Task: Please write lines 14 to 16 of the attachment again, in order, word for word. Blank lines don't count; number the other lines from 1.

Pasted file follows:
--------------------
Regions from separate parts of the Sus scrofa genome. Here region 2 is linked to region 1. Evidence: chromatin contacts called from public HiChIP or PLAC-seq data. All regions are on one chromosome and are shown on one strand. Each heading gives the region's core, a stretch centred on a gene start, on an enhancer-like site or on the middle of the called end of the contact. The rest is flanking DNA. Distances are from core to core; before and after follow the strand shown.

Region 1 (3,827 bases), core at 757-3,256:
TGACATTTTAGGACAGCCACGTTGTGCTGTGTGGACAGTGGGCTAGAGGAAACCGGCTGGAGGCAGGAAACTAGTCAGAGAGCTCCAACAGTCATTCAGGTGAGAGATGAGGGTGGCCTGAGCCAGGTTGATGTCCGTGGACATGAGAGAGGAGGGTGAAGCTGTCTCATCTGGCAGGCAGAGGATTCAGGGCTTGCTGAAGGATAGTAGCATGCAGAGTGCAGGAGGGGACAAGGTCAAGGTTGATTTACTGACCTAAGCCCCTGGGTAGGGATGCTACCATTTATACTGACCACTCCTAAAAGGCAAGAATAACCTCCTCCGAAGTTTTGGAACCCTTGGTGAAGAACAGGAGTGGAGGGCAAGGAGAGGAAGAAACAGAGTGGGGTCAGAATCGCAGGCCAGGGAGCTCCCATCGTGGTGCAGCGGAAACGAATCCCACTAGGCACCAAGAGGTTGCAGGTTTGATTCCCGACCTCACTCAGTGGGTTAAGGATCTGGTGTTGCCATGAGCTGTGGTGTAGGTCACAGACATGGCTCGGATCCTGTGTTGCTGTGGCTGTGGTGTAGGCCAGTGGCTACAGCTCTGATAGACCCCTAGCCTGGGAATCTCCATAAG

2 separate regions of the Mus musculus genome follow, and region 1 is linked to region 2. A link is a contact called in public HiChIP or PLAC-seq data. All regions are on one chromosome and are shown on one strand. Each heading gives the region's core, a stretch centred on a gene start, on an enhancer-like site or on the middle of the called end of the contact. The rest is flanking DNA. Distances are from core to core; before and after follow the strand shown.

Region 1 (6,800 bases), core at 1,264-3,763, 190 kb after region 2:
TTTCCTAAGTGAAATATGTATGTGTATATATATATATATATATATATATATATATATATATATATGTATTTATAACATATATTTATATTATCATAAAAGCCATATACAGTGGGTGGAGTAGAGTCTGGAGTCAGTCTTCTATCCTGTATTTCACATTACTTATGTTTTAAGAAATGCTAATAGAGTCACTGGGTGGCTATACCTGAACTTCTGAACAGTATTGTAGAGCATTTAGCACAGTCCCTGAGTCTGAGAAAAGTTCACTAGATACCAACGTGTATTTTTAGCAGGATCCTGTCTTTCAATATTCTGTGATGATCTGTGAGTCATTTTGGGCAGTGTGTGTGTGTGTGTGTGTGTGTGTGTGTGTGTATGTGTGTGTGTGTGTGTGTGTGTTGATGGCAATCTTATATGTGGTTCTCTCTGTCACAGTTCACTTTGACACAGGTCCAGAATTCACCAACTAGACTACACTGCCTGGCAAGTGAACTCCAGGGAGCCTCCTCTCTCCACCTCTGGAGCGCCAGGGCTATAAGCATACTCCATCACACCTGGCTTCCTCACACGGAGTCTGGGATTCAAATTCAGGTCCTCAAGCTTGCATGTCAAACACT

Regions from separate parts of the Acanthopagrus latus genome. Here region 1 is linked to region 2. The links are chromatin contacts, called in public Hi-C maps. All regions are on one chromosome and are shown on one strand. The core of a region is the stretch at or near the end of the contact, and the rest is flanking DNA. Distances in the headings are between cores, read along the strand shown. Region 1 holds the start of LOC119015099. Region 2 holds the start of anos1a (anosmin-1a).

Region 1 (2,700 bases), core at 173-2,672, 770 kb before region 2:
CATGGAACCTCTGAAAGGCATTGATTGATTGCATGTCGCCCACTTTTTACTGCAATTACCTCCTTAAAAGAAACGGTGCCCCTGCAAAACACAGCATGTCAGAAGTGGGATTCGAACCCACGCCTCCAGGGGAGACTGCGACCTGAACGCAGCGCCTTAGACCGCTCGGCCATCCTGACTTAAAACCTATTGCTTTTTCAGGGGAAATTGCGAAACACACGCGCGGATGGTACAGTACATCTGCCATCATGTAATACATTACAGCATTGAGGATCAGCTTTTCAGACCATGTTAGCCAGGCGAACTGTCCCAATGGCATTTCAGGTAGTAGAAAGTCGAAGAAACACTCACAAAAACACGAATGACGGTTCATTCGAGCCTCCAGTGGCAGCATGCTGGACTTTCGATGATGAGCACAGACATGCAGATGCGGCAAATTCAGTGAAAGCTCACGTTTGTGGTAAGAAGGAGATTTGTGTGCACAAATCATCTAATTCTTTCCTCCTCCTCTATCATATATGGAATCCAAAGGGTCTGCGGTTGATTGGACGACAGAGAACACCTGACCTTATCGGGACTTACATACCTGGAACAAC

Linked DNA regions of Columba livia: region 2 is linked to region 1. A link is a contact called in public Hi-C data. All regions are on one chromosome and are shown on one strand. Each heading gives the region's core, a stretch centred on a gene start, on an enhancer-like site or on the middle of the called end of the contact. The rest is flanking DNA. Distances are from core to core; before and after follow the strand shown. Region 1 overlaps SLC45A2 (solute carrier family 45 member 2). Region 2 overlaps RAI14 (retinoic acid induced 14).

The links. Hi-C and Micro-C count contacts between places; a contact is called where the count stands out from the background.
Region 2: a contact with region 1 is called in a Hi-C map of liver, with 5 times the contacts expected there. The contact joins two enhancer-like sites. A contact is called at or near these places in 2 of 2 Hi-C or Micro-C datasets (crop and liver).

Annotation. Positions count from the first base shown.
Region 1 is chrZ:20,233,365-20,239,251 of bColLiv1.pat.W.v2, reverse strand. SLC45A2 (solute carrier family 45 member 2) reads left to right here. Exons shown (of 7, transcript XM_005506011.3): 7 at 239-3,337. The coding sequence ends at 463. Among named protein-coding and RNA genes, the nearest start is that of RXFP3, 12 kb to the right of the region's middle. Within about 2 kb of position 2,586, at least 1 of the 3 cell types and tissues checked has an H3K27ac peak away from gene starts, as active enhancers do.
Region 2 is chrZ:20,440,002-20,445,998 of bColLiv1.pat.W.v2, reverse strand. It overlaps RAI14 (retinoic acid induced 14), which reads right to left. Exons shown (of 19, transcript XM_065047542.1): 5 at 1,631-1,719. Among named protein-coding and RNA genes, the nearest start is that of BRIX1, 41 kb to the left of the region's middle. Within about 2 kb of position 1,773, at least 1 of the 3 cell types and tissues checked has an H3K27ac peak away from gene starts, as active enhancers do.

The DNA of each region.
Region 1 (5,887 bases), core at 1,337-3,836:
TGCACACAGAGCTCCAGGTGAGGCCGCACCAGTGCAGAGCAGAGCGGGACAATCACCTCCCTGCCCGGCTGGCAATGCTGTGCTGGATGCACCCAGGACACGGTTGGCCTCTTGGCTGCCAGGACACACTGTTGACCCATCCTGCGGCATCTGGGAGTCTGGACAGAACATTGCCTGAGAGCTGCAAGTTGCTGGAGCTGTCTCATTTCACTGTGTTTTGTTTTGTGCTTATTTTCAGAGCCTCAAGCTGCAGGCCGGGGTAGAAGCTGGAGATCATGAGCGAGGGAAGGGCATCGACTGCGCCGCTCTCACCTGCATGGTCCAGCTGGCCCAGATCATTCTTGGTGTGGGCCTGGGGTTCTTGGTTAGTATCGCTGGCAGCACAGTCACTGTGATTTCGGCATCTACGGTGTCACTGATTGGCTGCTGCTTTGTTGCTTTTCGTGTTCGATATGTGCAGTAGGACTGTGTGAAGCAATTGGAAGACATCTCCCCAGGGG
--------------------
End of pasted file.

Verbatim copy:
Region 1 is chrZ:20,233,365-20,239,251 of bColLiv1.pat.W.v2, reverse strand. SLC45A2 (solute carrier family 45 member 2) reads left to right here. Exons shown (of 7, transcript XM_005506011.3): 7 at 239-3,337. The coding sequence ends at 463. Among named protein-coding and RNA genes, the nearest start is that of RXFP3, 12 kb to the right of the region's middle. Within about 2 kb of position 2,586, at least 1 of the 3 cell types and tissues checked has an H3K27ac peak away from gene starts, as active enhancers do.
Region 2 is chrZ:20,440,002-20,445,998 of bColLiv1.pat.W.v2, reverse strand. It overlaps RAI14 (retinoic acid induced 14), which reads right to left. Exons shown (of 19, transcript XM_065047542.1): 5 at 1,631-1,719. Among named protein-coding and RNA genes, the nearest start is that of BRIX1, 41 kb to the left of the region's middle. Within about 2 kb of position 1,773, at least 1 of the 3 cell types and tissues checked has an H3K27ac peak away from gene starts, as active enhancers do.

The DNA of each region.